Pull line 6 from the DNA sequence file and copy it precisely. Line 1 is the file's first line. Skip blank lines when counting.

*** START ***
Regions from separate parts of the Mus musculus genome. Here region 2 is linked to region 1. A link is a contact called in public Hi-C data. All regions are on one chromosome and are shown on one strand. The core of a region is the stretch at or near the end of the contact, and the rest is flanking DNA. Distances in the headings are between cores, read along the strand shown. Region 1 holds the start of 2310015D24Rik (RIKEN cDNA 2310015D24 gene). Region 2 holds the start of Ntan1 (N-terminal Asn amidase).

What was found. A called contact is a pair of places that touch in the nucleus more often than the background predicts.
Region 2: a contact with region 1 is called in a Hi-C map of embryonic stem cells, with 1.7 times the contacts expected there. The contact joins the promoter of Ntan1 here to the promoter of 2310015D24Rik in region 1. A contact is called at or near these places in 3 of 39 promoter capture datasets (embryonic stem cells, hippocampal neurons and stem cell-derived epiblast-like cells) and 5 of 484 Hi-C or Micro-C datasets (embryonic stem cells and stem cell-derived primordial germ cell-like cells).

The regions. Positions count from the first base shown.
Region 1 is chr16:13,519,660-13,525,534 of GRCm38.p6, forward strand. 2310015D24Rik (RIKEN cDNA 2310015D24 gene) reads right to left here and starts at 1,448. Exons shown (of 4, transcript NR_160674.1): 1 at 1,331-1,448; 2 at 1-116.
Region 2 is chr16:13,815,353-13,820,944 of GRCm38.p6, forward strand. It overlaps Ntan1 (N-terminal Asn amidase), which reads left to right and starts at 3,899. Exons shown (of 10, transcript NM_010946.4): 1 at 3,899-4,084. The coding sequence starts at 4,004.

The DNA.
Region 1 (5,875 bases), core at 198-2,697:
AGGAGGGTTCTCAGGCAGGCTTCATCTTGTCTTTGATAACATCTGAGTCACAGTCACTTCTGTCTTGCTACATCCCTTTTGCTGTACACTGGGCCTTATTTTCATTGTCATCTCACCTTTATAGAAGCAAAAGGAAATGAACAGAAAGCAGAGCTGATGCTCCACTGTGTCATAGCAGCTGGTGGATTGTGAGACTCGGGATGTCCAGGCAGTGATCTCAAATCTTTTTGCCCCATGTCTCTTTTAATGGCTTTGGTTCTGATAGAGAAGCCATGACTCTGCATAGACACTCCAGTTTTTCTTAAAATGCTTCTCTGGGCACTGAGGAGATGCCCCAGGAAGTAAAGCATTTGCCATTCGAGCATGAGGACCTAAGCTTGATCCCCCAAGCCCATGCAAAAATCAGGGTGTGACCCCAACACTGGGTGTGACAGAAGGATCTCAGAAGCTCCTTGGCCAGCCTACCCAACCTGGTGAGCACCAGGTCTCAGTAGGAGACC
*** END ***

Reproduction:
Region 2 is chr16:13,815,353-13,820,944 of GRCm38.p6, forward strand. It overlaps Ntan1 (N-terminal Asn amidase), which reads left to right and starts at 3,899. Exons shown (of 10, transcript NM_010946.4): 1 at 3,899-4,084. The coding sequence starts at 4,004.